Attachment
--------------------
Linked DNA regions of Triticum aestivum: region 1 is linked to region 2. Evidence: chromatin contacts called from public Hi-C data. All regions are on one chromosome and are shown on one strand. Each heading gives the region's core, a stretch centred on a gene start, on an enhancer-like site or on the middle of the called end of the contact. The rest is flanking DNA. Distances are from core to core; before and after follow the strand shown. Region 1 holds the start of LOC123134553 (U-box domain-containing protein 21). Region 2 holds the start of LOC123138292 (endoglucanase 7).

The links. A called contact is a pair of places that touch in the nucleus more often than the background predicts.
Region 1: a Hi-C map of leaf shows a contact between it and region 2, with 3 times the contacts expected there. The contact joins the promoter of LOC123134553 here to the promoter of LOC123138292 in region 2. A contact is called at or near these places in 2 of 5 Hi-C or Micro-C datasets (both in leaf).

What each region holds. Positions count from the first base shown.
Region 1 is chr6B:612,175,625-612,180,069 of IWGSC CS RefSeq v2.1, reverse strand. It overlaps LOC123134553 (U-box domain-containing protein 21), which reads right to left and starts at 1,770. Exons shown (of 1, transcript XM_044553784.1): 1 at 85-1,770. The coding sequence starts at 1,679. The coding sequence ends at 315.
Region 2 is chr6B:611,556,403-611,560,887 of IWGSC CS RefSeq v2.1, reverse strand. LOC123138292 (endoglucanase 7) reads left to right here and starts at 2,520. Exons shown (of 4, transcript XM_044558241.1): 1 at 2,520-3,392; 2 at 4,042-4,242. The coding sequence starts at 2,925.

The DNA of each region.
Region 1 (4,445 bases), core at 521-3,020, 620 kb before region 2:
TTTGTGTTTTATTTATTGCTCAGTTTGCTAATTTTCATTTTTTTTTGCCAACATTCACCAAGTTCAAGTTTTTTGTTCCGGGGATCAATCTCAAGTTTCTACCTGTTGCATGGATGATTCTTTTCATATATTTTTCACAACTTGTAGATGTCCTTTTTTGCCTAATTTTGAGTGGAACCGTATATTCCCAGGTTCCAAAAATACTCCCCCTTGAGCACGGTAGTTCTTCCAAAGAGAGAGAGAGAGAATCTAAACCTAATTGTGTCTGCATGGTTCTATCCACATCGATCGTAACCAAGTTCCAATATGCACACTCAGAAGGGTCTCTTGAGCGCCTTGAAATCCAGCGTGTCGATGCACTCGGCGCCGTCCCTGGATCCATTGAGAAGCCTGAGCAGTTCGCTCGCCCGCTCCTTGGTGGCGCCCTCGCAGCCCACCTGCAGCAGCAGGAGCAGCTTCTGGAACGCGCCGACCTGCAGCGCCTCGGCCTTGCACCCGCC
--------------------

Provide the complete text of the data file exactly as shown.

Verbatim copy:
Linked DNA regions of Triticum aestivum: region 1 is linked to region 2. Evidence: chromatin contacts called from public Hi-C data. All regions are on one chromosome and are shown on one strand. Each heading gives the region's core, a stretch centred on a gene start, on an enhancer-like site or on the middle of the called end of the contact. The rest is flanking DNA. Distances are from core to core; before and after follow the strand shown. Region 1 holds the start of LOC123134553 (U-box domain-containing protein 21). Region 2 holds the start of LOC123138292 (endoglucanase 7).

The links. A called contact is a pair of places that touch in the nucleus more often than the background predicts.
Region 1: a Hi-C map of leaf shows a contact between it and region 2, with 3 times the contacts expected there. The contact joins the promoter of LOC123134553 here to the promoter of LOC123138292 in region 2. A contact is called at or near these places in 2 of 5 Hi-C or Micro-C datasets (both in leaf).

What each region holds. Positions count from the first base shown.
Region 1 is chr6B:612,175,625-612,180,069 of IWGSC CS RefSeq v2.1, reverse strand. It overlaps LOC123134553 (U-box domain-containing protein 21), which reads right to left and starts at 1,770. Exons shown (of 1, transcript XM_044553784.1): 1 at 85-1,770. The coding sequence starts at 1,679. The coding sequence ends at 315.
Region 2 is chr6B:611,556,403-611,560,887 of IWGSC CS RefSeq v2.1, reverse strand. LOC123138292 (endoglucanase 7) reads left to right here and starts at 2,520. Exons shown (of 4, transcript XM_044558241.1): 1 at 2,520-3,392; 2 at 4,042-4,242. The coding sequence starts at 2,925.

The DNA of each region.
Region 1 (4,445 bases), core at 521-3,020, 620 kb before region 2:
TTTGTGTTTTATTTATTGCTCAGTTTGCTAATTTTCATTTTTTTTTGCCAACATTCACCAAGTTCAAGTTTTTTGTTCCGGGGATCAATCTCAAGTTTCTACCTGTTGCATGGATGATTCTTTTCATATATTTTTCACAACTTGTAGATGTCCTTTTTTGCCTAATTTTGAGTGGAACCGTATATTCCCAGGTTCCAAAAATACTCCCCCTTGAGCACGGTAGTTCTTCCAAAGAGAGAGAGAGAGAATCTAAACCTAATTGTGTCTGCATGGTTCTATCCACATCGATCGTAACCAAGTTCCAATATGCACACTCAGAAGGGTCTCTTGAGCGCCTTGAAATCCAGCGTGTCGATGCACTCGGCGCCGTCCCTGGATCCATTGAGAAGCCTGAGCAGTTCGCTCGCCCGCTCCTTGGTGGCGCCCTCGCAGCCCACCTGCAGCAGCAGGAGCAGCTTCTGGAACGCGCCGACCTGCAGCGCCTCGGCCTTGCACCCGCC